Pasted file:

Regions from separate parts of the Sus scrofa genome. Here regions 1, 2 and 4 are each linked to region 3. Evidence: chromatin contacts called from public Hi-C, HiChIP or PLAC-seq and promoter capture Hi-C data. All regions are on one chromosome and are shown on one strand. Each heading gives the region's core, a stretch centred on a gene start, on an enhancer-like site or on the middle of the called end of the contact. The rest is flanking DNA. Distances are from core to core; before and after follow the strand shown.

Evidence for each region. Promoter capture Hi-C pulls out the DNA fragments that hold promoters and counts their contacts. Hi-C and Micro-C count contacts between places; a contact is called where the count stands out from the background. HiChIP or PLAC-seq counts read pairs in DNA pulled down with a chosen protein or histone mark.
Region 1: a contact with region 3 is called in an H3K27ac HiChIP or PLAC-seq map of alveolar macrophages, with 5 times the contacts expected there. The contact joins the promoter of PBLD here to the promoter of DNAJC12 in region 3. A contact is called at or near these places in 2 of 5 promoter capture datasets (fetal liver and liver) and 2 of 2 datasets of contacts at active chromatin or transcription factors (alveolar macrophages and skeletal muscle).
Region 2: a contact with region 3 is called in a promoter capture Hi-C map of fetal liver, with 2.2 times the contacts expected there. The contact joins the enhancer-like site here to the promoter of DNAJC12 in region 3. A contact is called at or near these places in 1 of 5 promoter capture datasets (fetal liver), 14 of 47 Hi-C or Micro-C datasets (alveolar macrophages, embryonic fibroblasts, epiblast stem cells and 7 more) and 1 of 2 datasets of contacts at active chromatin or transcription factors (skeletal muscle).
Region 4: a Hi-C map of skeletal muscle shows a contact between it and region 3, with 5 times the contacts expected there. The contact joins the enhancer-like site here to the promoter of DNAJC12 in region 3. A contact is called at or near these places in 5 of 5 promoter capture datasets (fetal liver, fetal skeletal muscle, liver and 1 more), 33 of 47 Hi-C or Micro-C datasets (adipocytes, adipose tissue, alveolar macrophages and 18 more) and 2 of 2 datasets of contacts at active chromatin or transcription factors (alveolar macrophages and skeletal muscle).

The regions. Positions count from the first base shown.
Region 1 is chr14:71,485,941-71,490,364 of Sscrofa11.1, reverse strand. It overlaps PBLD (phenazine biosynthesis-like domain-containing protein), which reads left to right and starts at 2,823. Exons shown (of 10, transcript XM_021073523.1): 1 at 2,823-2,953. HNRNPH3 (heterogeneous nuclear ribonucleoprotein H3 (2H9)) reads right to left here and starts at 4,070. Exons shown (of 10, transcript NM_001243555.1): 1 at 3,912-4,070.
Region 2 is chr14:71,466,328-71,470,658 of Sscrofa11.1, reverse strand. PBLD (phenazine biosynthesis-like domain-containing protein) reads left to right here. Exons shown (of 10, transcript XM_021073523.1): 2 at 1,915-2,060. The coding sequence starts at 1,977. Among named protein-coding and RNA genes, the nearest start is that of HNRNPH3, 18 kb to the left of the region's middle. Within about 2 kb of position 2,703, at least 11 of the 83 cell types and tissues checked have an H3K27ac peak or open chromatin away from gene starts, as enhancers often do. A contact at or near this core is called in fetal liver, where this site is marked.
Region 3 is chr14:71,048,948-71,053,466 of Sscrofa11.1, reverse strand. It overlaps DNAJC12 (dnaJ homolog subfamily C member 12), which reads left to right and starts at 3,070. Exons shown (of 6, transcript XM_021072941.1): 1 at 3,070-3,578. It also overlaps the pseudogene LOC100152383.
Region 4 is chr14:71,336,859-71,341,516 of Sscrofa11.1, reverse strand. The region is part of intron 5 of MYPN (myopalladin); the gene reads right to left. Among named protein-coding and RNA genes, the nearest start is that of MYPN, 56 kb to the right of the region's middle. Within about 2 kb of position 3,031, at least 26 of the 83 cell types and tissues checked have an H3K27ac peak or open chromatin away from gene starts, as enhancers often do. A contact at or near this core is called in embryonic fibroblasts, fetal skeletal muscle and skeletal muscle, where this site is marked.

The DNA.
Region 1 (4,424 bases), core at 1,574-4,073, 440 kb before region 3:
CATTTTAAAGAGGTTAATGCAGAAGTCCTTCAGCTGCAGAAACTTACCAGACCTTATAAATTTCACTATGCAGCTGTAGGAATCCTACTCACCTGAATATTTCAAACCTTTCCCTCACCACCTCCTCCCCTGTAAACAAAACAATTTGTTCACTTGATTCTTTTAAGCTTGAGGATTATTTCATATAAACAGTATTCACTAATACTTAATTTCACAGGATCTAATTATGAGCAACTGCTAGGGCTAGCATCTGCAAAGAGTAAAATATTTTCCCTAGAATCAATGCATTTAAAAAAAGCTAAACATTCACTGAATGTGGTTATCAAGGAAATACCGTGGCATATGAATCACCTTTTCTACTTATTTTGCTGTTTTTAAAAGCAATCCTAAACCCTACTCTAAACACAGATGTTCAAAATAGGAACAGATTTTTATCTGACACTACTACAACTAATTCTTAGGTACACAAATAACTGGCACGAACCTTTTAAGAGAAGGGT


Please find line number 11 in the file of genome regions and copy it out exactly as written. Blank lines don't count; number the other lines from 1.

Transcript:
The DNA.